The roots of this collapse – and it was a collapse – were in the first eight games of the season.
The habits that got ingrained into the Hamilton Tiger-Cats’ behaviour over an extended period of losing – 0-8 to start this year, serial stumbles at home to finish last year – returned Saturday night. And now the Argos are virtually assured of first place in the east, and the Ticats are playing chase-the-Redblacks.
Speaking of whom, how buoyed are the Ottawa players after the Ticats blew a 14 point lead they’d mounted by early in Saturday night’s fourth quarter (and that lead itself should have been bigger) to lose 43-35 to Toronto?
Well, think of how the Ticats players, coaches and fans felt after the Redblacks collapsed late in their game Friday night: “Hey, we got these guys, right?” That’s the Redblacks today.
Hamilton took nine of the last 11 penalties in this game, and many were costly. That’s a remnant-trait from the first eight games. Oh we’re doing well? Time to hold and go offside.
The Ticats’ offence needed, what, one first down, maybe two, in the final couple of series to seal this one, that remains unsealed? The last five possessions, after a great game, they went two-and-out. Hello 0-and-8, even with a different quarterback.
And at 3rd and 17 DeVier Posey is all alone? And Ricky Ray buys himself enough time to throw after being sacked four times earlier? Has anyone ever mentioned that timing is everything?
Timing? That reminds us: once again, the Cats had trouble with clock management.The Tiger-Cats didn’t pin the Argonauts to the mat when they had a chance. Correction, when they had several chances. As it was when Zach Collaros was in there for two months, more pressure from the opposition defence hurried the offence into wrong decisions, and Jeremiah Masoli missed a wide-open Luke Tasker, which would have salted this game so far not even that GPS you’re so proud of could have found it.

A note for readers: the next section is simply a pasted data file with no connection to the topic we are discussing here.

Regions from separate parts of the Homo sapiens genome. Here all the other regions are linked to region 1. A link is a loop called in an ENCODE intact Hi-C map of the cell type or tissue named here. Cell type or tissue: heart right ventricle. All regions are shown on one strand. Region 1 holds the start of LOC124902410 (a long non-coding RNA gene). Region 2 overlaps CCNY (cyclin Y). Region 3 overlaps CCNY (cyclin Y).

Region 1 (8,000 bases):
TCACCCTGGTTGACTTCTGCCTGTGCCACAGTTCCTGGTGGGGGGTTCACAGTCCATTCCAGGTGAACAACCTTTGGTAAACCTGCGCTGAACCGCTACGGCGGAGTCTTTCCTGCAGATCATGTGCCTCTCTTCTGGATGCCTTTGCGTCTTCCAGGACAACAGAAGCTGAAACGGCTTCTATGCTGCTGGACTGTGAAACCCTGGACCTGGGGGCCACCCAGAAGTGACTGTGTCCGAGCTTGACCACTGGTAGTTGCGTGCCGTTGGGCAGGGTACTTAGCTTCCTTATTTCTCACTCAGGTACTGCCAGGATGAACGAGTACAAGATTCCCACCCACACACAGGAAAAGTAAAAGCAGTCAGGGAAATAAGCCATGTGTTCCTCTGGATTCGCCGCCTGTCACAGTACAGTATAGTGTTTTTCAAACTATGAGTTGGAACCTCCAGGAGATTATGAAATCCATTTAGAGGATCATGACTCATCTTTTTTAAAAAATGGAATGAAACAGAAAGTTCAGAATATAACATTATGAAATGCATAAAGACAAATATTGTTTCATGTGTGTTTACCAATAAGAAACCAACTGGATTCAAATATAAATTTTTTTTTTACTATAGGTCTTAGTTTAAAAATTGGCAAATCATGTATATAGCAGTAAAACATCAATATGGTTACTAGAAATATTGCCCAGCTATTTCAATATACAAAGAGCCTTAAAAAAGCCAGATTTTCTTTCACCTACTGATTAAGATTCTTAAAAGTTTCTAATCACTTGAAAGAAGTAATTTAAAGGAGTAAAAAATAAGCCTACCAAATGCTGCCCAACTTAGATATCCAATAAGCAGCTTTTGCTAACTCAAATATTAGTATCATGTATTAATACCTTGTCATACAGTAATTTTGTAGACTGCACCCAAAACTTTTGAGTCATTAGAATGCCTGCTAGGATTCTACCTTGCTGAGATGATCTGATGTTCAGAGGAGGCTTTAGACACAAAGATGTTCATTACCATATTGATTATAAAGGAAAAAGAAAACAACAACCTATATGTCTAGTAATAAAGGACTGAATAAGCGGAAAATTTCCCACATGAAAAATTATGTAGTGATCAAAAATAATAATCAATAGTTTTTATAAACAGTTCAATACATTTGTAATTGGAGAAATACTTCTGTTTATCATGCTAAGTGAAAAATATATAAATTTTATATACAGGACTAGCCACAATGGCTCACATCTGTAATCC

For the first 47 minutes or so, the Tiger-Cats played their best game of the year. That would be almost good enough in the NBA where the games are 48 minutes long. Football plays 60, and you can win it in 12 and a bit, as the Argos did last night, and you can certainly lose it. S
One difference between this game and the first eight–besides the big ones that the Ticats were really, really good for three-quarters of it and actually scored more than 30 points–was that the Cats had a viable lead. They couldn’t protect it, partly because they tried to nurse it. Worried about something over their heads, the pass defenders let too many balls be caught in front of them.
They weren’t nearly as aggressive as they have been the past month, and were for the first 40-plus minutes. And the O finished with five, count ‘em five, two-and-outs. Perhaps it was too much to expect the Cats to easily protect a lead they could have easily protected without penalties, missed throws, loosened coverage and, yes, some severely questionable calls and reviews.
They didn’t learn how to win in the first eight games, that poor period that was twice as long as the good period that apparently began Labour Day,….and that lack of knowledge came back to haunt them Saturday night.
It is suddenly much harder for the Tiger-Cats on Sunday morning that it looked for most of Saturday night. And they can only blame themselves: and the early-season traits they picked up and haven’t yet shaken.
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